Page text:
SUNY Buffalo State may be among the cheapest colleges in New York, but for students dealing with those costs, it's not much consolation.
"I had to take out a loan, a federal direct loan that my parents had to figure out how to pay for, and we're still struggling to figure out how to pay for that," SUNY Buffalo State freshman Colmari Garcia-Rodriguez said.
Garcia-Rodriguez went to the state Senate Higher Education Hearing in Buffalo to let lawmakers know she doesn't believe she's getting good return on her dollars.
"They barely have any counselors to talk to when it comes to financial aid questions or just someone to talk to if you have problems or like registration questions," she said. "They also barely have tutoring available for like your STEM majors, like the Science, the Technology, Engineering and Mathematics and it’s hard to get help."
Committee Chair Toby Ann Stavisky, D-Queens, said she's heard similar concerns from students across the state.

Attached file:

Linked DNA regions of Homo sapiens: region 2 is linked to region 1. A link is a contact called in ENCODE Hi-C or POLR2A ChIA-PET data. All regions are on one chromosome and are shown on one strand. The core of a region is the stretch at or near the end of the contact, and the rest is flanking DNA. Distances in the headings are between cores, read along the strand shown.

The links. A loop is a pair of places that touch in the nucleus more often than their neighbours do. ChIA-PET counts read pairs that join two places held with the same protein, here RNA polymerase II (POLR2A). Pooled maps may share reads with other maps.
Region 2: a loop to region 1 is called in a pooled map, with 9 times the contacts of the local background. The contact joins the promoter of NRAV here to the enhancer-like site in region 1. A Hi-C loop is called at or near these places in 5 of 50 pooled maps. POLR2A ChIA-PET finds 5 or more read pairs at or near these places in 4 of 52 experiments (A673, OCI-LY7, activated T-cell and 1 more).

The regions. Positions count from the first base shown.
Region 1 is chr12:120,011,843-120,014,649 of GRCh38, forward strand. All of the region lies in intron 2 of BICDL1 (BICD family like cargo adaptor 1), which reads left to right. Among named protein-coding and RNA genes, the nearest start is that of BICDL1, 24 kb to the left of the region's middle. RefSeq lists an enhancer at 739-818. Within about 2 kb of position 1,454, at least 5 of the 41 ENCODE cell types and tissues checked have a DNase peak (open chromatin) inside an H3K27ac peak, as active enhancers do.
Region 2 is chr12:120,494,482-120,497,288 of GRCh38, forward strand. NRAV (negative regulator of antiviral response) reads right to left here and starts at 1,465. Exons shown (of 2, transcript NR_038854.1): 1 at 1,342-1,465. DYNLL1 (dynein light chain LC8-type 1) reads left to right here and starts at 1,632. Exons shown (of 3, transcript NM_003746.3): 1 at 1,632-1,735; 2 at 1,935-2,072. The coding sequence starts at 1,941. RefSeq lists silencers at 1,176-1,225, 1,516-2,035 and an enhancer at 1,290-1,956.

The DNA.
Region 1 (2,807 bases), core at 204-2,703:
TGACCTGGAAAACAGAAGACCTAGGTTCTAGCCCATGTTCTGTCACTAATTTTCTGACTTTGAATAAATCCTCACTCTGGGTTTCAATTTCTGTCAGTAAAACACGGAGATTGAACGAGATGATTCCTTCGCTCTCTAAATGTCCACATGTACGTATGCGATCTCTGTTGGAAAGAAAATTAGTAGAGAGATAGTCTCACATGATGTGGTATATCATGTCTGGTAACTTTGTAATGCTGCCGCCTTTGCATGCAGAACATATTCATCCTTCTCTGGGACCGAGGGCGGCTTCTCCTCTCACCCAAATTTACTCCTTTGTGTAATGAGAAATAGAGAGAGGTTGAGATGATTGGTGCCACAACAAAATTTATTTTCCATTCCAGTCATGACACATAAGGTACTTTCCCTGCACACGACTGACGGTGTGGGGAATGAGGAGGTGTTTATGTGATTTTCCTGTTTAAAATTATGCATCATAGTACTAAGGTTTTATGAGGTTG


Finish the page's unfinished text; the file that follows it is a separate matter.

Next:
"Even though tuition is relatively low, if you don't have the money it's impossible and yet I admire these young people," she said. "I respect them and I think that perhaps we've got to do something to help."
Stavisky and her colleagues will help craft the state budget in January. She said there have been common requests at the hearings. Advocates said the state should freeze tuition for SUNY schools.
"What we're hoping today is to give them a clear message that students have been paying more than their fair share, billions of dollars in additional tuition costs and yet not getting the sort of services they deserve, primarily because the state is not forking over enough money," NYPIRG Executive Director Blair Horner said.
They're also calling on the state to make sure it enhances programs and pick up what's called the TAP gap, the difference between the maximum amount through the tuition assistance program and the actual cost of tuition. Colleges have been covering the gap but as it increases, they've had to cut elsewhere.
"You have buildings where maintenance is deferred," Stavisky said. "You have programs that are being cut."
Committee members said it's difficult to make funding promises during a tight budget year but say they're committed to the SUNY system.
"We have to ensure that the finances are coming out of Albany to grow the university into the world class educational institution that already is," state Sen. Tim Kennedy, D-Buffalo, said.